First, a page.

ArtworksClose1/1The Courtenay Compendium: including Marco Polo’s “Description of the World” and other textsEngland, Breamore Abbey or Glastonbury Abbey?, late 14th centuryThis is evidently the long-lost manuscript of historical tracts used by the scribe of the Burghley transcripts, last seen in the 16th century, and containing the only substantial Marco Polo manuscript to come to the market in nearly a century, as well as the only medieval manuscript of the "Encomium Emmae" (a contemporary biography of the wife of King Cnut) in the version revised for her son Edward the Confessor, and a number of other important and rare historical texts including accounts and assessments of medieval Islam and the Near-East.3of 3A collection of English and Near- and Far-Eastern historical accountsOverview
This work has been sold.
The manuscript was probably produced by a member of the Augustinian canons of the priory of Breamore in Hampshire from manuscripts in the library of Glastonbury Abbey. The manuscript contains a compendium of historical accounts, most probably assembled by a single monk in order to furnish his house with a volume containing a comprehensive outline of all history he thought important. It is split into three distinct parts, each marked off from each other by blank leaves: the first concerns British history, the second Near- and Far-Eastern affairs, and to this has been appended a collection of prophecies.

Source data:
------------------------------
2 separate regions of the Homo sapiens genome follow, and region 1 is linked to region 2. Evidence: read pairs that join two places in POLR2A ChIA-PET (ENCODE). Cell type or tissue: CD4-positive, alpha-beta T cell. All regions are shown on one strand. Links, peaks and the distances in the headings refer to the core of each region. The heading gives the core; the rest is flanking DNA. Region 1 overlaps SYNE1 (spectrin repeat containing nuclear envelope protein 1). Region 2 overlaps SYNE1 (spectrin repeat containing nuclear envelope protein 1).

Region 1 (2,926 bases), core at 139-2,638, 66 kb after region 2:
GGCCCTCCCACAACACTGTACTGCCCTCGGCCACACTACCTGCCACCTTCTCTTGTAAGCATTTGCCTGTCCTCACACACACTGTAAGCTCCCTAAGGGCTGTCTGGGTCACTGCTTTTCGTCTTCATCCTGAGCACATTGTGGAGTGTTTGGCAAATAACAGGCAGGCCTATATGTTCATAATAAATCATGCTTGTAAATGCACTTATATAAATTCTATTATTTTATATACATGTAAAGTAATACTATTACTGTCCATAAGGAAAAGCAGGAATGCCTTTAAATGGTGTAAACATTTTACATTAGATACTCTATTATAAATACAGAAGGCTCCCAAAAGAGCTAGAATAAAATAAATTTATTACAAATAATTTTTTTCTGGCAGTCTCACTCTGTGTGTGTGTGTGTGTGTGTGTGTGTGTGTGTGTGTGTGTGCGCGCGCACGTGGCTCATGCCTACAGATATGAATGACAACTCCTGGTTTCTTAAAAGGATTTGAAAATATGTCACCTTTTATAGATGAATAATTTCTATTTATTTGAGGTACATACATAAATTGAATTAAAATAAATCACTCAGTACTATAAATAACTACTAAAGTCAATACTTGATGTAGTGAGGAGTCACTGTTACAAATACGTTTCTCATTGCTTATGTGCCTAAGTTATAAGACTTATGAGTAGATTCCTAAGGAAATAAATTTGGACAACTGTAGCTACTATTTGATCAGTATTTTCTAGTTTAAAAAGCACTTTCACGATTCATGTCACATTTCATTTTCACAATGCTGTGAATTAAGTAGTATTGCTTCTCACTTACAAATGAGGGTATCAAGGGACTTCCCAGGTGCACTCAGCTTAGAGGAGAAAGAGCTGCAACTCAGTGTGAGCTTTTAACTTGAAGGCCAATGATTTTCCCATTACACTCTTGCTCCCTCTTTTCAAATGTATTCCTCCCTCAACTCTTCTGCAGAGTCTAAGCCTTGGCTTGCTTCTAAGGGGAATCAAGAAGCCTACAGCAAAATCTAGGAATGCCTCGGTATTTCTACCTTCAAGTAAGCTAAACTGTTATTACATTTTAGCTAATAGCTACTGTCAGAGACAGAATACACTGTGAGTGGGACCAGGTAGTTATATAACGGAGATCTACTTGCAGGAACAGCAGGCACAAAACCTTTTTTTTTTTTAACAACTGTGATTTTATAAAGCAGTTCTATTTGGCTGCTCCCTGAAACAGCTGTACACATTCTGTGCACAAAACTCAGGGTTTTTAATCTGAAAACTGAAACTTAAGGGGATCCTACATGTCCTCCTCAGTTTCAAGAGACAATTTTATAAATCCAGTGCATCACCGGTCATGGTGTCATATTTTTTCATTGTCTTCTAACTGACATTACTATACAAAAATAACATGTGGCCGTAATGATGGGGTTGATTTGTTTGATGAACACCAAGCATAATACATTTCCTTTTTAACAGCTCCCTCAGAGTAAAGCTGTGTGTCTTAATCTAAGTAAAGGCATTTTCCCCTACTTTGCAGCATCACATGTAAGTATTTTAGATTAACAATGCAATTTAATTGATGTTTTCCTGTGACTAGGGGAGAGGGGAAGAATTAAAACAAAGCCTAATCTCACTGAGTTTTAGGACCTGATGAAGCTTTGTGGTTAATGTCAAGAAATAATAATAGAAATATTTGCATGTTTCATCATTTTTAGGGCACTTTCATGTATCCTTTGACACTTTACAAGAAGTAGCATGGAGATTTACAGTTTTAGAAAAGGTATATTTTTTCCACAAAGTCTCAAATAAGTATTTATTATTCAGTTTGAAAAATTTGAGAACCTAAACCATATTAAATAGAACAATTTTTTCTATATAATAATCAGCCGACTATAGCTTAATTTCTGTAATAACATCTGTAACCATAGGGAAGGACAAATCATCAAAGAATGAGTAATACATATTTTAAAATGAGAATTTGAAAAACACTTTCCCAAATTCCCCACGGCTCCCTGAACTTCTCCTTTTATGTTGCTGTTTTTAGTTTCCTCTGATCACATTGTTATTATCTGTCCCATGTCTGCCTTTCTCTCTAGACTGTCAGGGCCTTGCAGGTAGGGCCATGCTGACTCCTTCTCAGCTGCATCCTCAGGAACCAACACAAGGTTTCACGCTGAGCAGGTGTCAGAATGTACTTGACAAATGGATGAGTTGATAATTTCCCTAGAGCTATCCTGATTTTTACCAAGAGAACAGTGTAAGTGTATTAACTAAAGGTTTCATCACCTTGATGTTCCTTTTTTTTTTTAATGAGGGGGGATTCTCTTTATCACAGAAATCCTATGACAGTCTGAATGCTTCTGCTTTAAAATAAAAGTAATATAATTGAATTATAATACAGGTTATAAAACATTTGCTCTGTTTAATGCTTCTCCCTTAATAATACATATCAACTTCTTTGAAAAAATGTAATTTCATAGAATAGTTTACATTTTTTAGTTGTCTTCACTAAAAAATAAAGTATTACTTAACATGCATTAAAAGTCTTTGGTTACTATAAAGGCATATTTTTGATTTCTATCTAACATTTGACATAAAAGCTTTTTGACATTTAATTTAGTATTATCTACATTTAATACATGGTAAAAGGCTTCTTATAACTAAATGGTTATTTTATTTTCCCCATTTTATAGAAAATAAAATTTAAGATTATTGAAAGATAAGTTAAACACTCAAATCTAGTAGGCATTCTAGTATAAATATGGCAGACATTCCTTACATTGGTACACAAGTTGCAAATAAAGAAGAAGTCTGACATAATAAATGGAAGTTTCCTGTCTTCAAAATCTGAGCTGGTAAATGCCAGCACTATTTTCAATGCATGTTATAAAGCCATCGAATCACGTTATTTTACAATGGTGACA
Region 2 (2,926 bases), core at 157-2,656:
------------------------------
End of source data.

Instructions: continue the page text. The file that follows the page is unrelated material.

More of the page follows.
The most important texts in the section on British history are the Encomium Emmae Reginae, an anonymous laudatory biography of Emma, the wife of the Danish invader King Cnut (1016-35), and Gildas’ De Excidio et Con questu Britanniae (On the Ruin and Conquest of Britain).
The section on Near- and Far-Eastern history opens with the epic travel account of Marco Polo (d. 1324-25), the most famous and popular of all medieval Western travellers to the East. The manuscript contains all three books of his wide travels, in the Latin translation of Francesco Pipino (translated in the last years of Polo’s life, from Polo’s own Italian version of his work, now lost).